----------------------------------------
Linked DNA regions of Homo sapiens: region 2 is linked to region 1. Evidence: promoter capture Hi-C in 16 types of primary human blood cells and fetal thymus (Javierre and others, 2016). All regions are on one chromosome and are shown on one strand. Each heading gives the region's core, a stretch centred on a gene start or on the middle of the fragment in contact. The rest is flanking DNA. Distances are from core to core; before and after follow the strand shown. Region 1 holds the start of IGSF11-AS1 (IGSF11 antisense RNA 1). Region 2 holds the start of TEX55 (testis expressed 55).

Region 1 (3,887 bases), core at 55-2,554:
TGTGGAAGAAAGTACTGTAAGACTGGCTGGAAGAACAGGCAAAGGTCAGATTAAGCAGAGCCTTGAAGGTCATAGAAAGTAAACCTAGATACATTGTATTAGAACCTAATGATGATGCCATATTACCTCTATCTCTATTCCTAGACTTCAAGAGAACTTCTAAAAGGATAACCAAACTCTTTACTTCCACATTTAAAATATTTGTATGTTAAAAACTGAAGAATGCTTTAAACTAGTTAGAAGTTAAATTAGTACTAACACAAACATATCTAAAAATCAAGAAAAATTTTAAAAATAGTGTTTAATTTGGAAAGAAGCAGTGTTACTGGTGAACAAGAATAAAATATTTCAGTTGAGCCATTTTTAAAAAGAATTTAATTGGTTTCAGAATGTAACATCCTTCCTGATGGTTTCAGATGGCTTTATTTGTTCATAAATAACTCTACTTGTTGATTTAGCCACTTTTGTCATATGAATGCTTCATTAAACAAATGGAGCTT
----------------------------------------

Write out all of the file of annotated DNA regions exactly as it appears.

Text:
Linked DNA regions of Homo sapiens: region 2 is linked to region 1. Evidence: promoter capture Hi-C in 16 types of primary human blood cells and fetal thymus (Javierre and others, 2016). All regions are on one chromosome and are shown on one strand. Each heading gives the region's core, a stretch centred on a gene start or on the middle of the fragment in contact. The rest is flanking DNA. Distances are from core to core; before and after follow the strand shown. Region 1 holds the start of IGSF11-AS1 (IGSF11 antisense RNA 1). Region 2 holds the start of TEX55 (testis expressed 55).

Region 1 (3,887 bases), core at 55-2,554:
TGTGGAAGAAAGTACTGTAAGACTGGCTGGAAGAACAGGCAAAGGTCAGATTAAGCAGAGCCTTGAAGGTCATAGAAAGTAAACCTAGATACATTGTATTAGAACCTAATGATGATGCCATATTACCTCTATCTCTATTCCTAGACTTCAAGAGAACTTCTAAAAGGATAACCAAACTCTTTACTTCCACATTTAAAATATTTGTATGTTAAAAACTGAAGAATGCTTTAAACTAGTTAGAAGTTAAATTAGTACTAACACAAACATATCTAAAAATCAAGAAAAATTTTAAAAATAGTGTTTAATTTGGAAAGAAGCAGTGTTACTGGTGAACAAGAATAAAATATTTCAGTTGAGCCATTTTTAAAAAGAATTTAATTGGTTTCAGAATGTAACATCCTTCCTGATGGTTTCAGATGGCTTTATTTGTTCATAAATAACTCTACTTGTTGATTTAGCCACTTTTGTCATATGAATGCTTCATTAAACAAATGGAGCTT